When your finances spiral out of control and you have little, if any, chance of getting back on track within a year, you may want to consider seeking relief through bankruptcy. Depending on how much disposable income you have available, among other variables, you may find yourself considering a Chapter 7 or Chapter 13 filing.
The more you understand about how the two personal bankruptcy types differ, the better the chances of you finding the right one for your needs. Here are the key ways in which Chapter 7 and Chapter 13 bankruptcies differ.
Chapter 7 filings
Before you move forward with a Chapter 7 bankruptcy, which is a liquidation bankruptcy, you must pass a means test. The test determines whether your income is low enough for you to be eligible for this type of filing. If you meet eligibility requirements and decide to move forward, you may have to sell off certain assets that are “secured,” which might include your house or vehicle. Once you do so, the rest of your unsecured debt typically undergoes discharge.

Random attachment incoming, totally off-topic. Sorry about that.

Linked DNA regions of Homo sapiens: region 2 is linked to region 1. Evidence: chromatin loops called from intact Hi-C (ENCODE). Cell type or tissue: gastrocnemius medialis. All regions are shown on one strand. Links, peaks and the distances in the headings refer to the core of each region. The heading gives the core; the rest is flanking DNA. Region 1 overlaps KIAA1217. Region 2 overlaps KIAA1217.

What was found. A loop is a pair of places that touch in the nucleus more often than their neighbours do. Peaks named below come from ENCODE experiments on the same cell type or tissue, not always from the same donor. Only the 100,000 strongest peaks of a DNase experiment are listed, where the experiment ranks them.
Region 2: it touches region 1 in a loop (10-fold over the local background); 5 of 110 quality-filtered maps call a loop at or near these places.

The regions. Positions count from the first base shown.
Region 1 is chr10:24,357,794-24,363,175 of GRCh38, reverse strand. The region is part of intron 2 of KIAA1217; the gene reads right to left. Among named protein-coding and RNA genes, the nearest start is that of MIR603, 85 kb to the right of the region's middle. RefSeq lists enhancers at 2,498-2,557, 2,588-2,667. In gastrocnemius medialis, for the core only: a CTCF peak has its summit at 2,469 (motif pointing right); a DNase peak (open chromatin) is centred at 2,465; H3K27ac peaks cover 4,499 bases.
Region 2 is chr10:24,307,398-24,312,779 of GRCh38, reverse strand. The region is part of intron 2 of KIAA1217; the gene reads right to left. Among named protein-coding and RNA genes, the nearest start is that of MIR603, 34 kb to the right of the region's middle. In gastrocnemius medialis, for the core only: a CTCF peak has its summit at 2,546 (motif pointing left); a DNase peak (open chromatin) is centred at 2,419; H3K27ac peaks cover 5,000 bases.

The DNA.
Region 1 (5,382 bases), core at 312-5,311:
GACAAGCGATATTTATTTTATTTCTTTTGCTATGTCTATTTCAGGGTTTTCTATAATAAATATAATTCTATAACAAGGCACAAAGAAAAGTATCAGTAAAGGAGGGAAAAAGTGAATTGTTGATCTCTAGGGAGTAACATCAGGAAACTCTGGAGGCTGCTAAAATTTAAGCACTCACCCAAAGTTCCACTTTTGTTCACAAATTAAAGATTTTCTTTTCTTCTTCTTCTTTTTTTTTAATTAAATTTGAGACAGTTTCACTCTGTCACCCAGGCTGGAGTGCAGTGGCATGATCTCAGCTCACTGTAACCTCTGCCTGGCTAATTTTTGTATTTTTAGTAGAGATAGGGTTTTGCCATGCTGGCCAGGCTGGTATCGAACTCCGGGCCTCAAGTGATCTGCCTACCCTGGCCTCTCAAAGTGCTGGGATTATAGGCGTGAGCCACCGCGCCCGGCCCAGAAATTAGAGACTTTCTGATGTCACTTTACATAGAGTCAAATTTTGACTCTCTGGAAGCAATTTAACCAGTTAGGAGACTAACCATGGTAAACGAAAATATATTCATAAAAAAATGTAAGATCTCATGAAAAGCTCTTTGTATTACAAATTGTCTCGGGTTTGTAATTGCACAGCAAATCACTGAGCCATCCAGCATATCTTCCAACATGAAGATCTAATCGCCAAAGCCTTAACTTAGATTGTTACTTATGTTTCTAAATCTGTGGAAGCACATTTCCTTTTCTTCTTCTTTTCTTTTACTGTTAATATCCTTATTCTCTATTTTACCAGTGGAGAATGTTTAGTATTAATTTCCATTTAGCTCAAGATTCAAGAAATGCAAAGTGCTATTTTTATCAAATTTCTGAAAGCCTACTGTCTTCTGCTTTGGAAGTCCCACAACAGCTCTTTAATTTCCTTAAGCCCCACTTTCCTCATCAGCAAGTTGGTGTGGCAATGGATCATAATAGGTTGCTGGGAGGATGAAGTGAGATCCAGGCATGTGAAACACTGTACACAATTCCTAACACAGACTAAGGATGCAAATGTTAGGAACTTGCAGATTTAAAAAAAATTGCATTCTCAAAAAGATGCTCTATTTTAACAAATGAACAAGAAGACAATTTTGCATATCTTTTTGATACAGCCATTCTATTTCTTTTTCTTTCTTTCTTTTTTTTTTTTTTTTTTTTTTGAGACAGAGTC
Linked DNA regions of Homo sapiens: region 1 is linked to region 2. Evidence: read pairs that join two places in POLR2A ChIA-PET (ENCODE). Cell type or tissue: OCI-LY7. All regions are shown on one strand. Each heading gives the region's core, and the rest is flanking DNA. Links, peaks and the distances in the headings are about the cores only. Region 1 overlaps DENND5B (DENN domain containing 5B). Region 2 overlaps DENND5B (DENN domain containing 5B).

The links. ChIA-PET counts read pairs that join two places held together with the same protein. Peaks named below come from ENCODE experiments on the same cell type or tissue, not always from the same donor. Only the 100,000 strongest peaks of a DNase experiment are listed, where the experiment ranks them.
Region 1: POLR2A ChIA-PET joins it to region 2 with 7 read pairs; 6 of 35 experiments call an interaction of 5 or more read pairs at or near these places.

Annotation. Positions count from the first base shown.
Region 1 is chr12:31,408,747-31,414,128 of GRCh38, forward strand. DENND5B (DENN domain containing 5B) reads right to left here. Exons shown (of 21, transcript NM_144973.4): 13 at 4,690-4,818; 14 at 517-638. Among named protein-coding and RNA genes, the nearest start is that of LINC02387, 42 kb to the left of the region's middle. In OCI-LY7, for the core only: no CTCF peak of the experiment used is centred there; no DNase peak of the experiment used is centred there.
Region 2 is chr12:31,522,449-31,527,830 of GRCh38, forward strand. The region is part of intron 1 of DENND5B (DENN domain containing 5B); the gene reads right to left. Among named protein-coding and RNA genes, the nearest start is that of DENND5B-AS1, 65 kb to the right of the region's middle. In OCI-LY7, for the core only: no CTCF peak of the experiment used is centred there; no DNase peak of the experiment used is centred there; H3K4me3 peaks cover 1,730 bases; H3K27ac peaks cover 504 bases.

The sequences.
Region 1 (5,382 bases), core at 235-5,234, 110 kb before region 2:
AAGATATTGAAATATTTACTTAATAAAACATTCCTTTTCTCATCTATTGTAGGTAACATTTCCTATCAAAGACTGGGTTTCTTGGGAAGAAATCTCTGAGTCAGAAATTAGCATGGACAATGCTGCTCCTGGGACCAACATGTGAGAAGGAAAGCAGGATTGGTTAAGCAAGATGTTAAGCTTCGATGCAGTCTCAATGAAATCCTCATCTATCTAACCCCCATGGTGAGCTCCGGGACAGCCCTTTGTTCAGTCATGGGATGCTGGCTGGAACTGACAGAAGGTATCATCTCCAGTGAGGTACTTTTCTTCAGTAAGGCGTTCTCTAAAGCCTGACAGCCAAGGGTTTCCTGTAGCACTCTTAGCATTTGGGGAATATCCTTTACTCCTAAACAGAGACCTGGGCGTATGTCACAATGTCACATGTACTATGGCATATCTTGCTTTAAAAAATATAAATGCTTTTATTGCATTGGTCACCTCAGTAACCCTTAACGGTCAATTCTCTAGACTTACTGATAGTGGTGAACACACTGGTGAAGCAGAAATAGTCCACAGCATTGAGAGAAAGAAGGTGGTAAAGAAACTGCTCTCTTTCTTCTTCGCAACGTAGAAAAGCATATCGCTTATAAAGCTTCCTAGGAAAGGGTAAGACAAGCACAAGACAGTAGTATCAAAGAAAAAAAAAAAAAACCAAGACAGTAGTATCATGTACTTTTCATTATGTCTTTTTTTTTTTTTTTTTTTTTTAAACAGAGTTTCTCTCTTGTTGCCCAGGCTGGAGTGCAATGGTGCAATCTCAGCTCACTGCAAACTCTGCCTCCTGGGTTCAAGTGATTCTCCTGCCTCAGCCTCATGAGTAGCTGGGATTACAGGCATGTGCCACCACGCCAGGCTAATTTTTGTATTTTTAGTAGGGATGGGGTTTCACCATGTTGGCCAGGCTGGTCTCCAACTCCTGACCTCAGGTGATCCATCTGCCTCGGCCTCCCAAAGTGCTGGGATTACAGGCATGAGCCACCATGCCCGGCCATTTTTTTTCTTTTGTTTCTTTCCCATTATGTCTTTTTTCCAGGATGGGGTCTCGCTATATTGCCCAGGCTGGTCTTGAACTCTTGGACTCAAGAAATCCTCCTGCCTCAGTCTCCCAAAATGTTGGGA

Chapter 13 filings
If you are unable to pass the bankruptcy means test or if you have concerns about having to surrender your home or car, a Chapter 13 bankruptcy may be a good fit. With this type of bankruptcy, you come up with a repayment plan that enables you to pay back at least some of the debts you have outstanding. Once you pay back your agreed-upon part of what you owe, the rest of your unsecured debt undergoes discharge.